The advent of Islamist rebel governing projects in different regions of the world from Africa to the Middle East and West and South Asia provides an opportunity to link the empirical study of these groups with the broader academic literature on rebel governance, political Islam, and religion and violence. Despite in recent years making up a larger number of empirical cases of insurgent organizations seeking to implement governance projects, Islamist organizations have to date received limited focus in studies on the structures, ideologies, and dynamics of rebel governance. This interdisciplinary project examines the strategies and experiences of Islamist insurgent organizations that have actively attempted to set up civil governing systems through which to interact with local civilian populations. It situates the study of Islamist insurgent groups with governance ambitions within the growing literature on rebel governance.

Please join us! Coffee and tea provided. Everyone is welcome, but admittance will be on a first come–first served basis.

Oxfam distributing water in the Horn of Africa during a severe drought, 24 February 2011.

Wikimedia CC/Oxfam

Seminar - Open to the Public

The Nexus between Internationalism and Localism in Civil Conflict: Insurgents' Policy toward Humanitarian Access

Thu., Jan. 31, 2019 | 12:15pm - 2:00pm

One Brattle Square - Room 350

Speaker: Ayako Kobayashi, Research Fellow, International Security Program

Why do some rebel groups restrict international humanitarian access to areas under their control, while others allow it? Some scholars posit that rebels strategically comply with international humanitarian law to legitimize their status in the international arena. Others underline the importance of exploring interactions between non-state armed groups and local populations from which protection norms may emerge. This interdisciplinary project will fill the gap between the internationalism and localism by proposing a new typology of rebel groups, addressing conditions under which rebels are more likely to allow humanitarian access, and through case studies illustrating the theory.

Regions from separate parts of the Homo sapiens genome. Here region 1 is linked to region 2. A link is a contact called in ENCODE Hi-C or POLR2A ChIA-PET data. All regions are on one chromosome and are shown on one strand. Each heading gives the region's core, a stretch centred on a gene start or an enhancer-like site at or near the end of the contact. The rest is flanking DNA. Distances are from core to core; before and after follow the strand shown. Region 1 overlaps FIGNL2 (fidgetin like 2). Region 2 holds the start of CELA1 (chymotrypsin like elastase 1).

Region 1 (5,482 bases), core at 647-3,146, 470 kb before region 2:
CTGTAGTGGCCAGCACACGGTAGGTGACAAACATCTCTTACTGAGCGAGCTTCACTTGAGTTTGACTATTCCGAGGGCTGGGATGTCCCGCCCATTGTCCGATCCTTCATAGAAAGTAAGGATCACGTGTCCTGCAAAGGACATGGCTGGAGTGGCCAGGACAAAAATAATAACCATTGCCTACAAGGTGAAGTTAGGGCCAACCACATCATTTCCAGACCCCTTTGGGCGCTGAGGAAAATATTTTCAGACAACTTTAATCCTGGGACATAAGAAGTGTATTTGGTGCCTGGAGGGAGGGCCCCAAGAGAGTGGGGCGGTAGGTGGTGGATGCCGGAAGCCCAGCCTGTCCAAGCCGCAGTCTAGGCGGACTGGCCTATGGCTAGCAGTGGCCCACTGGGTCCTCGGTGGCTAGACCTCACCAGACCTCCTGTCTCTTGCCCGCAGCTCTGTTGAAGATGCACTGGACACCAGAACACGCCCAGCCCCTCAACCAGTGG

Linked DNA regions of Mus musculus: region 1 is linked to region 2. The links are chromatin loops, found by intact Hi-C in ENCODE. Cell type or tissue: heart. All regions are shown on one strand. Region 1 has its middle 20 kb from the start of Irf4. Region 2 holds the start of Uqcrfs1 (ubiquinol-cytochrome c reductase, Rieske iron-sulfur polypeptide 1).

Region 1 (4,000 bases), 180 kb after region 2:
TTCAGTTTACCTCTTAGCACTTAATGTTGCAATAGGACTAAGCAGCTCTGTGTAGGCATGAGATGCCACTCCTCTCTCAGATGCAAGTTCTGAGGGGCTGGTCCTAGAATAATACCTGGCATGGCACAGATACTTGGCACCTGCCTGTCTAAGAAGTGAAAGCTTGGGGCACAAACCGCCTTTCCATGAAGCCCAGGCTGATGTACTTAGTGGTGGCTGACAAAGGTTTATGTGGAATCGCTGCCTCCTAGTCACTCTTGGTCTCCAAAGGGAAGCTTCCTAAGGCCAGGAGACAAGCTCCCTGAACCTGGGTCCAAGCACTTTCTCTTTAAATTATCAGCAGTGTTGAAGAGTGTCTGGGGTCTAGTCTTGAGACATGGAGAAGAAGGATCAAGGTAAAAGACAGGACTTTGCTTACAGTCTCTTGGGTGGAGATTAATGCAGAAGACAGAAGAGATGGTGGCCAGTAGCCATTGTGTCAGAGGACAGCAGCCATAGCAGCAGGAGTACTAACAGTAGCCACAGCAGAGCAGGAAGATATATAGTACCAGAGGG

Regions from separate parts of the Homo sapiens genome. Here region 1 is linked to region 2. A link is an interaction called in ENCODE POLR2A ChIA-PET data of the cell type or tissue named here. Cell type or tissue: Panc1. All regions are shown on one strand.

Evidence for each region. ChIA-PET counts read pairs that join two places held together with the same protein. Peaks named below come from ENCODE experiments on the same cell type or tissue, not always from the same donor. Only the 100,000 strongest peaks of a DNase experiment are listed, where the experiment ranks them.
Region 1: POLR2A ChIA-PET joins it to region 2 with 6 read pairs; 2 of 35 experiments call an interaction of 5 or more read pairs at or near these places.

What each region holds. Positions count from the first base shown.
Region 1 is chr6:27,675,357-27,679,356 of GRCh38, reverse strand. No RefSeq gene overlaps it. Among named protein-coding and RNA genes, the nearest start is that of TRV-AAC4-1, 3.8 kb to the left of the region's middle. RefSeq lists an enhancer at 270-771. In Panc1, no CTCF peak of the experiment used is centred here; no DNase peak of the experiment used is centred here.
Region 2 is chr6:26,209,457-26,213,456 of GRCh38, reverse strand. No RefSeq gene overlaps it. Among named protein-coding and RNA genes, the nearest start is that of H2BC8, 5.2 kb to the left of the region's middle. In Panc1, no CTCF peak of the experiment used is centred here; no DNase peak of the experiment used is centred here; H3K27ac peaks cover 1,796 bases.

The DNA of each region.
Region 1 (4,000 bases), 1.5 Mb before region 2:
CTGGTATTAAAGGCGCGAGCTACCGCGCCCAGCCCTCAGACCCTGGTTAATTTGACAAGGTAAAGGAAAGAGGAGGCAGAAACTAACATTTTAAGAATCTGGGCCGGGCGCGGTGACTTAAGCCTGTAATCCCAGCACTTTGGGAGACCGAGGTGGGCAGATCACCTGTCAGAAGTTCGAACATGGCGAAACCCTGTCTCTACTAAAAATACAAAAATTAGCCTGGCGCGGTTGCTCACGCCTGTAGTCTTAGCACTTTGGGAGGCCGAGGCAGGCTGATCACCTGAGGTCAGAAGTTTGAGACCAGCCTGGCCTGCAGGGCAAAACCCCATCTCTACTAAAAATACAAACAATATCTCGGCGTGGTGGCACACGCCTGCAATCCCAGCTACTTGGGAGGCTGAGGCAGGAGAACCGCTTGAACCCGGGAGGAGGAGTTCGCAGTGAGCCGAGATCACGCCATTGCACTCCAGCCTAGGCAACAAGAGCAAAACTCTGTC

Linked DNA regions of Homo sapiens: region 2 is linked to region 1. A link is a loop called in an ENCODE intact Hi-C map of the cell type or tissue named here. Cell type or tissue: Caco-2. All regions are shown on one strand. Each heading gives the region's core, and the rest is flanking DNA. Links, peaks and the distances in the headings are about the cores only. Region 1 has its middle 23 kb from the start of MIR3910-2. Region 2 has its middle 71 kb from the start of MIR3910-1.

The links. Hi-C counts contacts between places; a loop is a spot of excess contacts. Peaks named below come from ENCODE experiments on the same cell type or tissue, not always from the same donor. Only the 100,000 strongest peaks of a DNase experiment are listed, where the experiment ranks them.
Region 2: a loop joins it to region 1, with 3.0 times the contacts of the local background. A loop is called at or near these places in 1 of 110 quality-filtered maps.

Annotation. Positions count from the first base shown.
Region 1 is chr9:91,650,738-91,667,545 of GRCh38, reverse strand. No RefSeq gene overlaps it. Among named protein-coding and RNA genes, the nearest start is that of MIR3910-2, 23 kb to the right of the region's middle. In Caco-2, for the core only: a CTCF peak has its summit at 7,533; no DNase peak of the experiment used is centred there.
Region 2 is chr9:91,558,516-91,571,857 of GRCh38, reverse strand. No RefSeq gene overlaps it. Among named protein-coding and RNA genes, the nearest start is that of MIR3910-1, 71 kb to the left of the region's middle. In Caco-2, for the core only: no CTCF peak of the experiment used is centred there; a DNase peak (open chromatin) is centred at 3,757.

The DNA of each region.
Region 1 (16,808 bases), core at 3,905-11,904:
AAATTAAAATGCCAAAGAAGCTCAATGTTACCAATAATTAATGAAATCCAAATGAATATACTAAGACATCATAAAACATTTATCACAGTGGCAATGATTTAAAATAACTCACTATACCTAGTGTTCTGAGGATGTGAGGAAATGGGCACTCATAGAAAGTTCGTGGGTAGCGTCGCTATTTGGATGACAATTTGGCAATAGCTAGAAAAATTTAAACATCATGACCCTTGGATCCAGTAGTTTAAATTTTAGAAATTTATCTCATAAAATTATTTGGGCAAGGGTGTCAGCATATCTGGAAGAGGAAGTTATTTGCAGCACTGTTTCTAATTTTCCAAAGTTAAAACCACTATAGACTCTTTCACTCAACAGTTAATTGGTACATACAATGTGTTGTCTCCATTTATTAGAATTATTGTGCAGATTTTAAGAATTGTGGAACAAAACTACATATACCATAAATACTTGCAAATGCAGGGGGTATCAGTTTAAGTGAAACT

Please join us! Coffee and tea provided. Everyone is welcome, but admittance will be on a first come–first served basis.

Mutiny in Cote d'Ivoire in January 2017

Ultima Ratio

Seminar - Open to the Public

The Wartime Roots of Military Obedience and Defiance in Insurgent-Ruled States

Thu., Dec. 13, 2018 | 12:15pm - 2:00pm

One Brattle Square - Room 350

Speaker: Philip Andrew Martin, Research Fellow, International Security Program

Why do some winning armed movements build states with robust control over military forces after civil war, while others do not? Why, for example, did the Zimbabwe African National Union (ZANU) and the Rwandan Patriotic Front (RPF) succeed in building powerful and obedient post-war armies, while winning coalitions in Côte d'Ivoire (2011—), Libya (2011—), and Afghanistan (2001—) experienced military fragmentation and the growth of private armed networks controlled by ex-rebel commanders? While existing scholarship points to the role of ideology and external intervention, this book project argues that two wartime factors — threats to the survival of armed movements, and the social linkages between militant group commanders and insurgent-ruled communities — shape the bargaining power and behavior of ex-rebel commanders during transitions to postwar politics.

Please join us! Coffee and tea provided. Everyone is welcome, but admittance will be on a first come–first served basis.

The Eighth Secretary-General of the United Nations, Mr. Ban Ki-moon

United Nations

Study Group - Harvard Faculty, Fellows, Staff, and Students

Study Group with Mr. Ban Ki-moon on "The United Nations and Global Citizenship"

Thu., Oct. 25, 2018 | 4:15pm - 5:45pm

One Brattle Square - Room 350

Led by the eighth Secretary-General of the United Nations, Mr. Ban Ki-moon, this study group will focus on the role of the United Nations and global citizenship in resolving today's most challenging issues. The study group will also discuss how we can pursue sustainable development in corners of the globe by engaging collaboratively with the field, communities, and diverse expertise. Snacks and coffee / tea will be provided.

Since there is limited capacity, please note that spots will be based on your application. Please use the link above to RSVP.